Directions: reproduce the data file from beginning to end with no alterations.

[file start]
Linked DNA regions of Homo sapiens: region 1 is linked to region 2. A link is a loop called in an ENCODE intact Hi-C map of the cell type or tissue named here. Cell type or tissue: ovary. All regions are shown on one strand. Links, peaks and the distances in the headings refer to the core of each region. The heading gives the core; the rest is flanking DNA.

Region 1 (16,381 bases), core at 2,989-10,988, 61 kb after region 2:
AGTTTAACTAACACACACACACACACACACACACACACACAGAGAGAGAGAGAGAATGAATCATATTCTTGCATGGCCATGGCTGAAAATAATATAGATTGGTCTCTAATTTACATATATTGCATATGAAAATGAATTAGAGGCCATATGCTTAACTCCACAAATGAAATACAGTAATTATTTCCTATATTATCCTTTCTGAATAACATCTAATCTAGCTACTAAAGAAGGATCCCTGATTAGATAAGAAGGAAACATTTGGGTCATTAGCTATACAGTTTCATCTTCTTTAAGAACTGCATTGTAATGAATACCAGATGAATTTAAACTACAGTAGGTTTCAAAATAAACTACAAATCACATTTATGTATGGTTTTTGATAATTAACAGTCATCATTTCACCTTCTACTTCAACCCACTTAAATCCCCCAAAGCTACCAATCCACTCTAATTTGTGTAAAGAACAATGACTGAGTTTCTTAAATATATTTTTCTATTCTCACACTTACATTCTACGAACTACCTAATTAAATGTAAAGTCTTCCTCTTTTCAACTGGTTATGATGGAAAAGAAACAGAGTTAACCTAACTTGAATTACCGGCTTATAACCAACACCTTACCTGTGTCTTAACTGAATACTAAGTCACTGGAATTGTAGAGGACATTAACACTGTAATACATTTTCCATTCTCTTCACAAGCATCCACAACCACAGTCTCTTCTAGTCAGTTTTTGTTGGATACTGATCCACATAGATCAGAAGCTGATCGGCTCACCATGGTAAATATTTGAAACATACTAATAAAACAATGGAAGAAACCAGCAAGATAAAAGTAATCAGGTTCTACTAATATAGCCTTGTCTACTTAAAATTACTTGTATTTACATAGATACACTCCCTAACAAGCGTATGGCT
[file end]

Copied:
Linked DNA regions of Homo sapiens: region 1 is linked to region 2. A link is a loop called in an ENCODE intact Hi-C map of the cell type or tissue named here. Cell type or tissue: ovary. All regions are shown on one strand. Links, peaks and the distances in the headings refer to the core of each region. The heading gives the core; the rest is flanking DNA.

Region 1 (16,381 bases), core at 2,989-10,988, 61 kb after region 2:
AGTTTAACTAACACACACACACACACACACACACACACACAGAGAGAGAGAGAGAATGAATCATATTCTTGCATGGCCATGGCTGAAAATAATATAGATTGGTCTCTAATTTACATATATTGCATATGAAAATGAATTAGAGGCCATATGCTTAACTCCACAAATGAAATACAGTAATTATTTCCTATATTATCCTTTCTGAATAACATCTAATCTAGCTACTAAAGAAGGATCCCTGATTAGATAAGAAGGAAACATTTGGGTCATTAGCTATACAGTTTCATCTTCTTTAAGAACTGCATTGTAATGAATACCAGATGAATTTAAACTACAGTAGGTTTCAAAATAAACTACAAATCACATTTATGTATGGTTTTTGATAATTAACAGTCATCATTTCACCTTCTACTTCAACCCACTTAAATCCCCCAAAGCTACCAATCCACTCTAATTTGTGTAAAGAACAATGACTGAGTTTCTTAAATATATTTTTCTATTCTCACACTTACATTCTACGAACTACCTAATTAAATGTAAAGTCTTCCTCTTTTCAACTGGTTATGATGGAAAAGAAACAGAGTTAACCTAACTTGAATTACCGGCTTATAACCAACACCTTACCTGTGTCTTAACTGAATACTAAGTCACTGGAATTGTAGAGGACATTAACACTGTAATACATTTTCCATTCTCTTCACAAGCATCCACAACCACAGTCTCTTCTAGTCAGTTTTTGTTGGATACTGATCCACATAGATCAGAAGCTGATCGGCTCACCATGGTAAATATTTGAAACATACTAATAAAACAATGGAAGAAACCAGCAAGATAAAAGTAATCAGGTTCTACTAATATAGCCTTGTCTACTTAAAATTACTTGTATTTACATAGATACACTCCCTAACAAGCGTATGGCT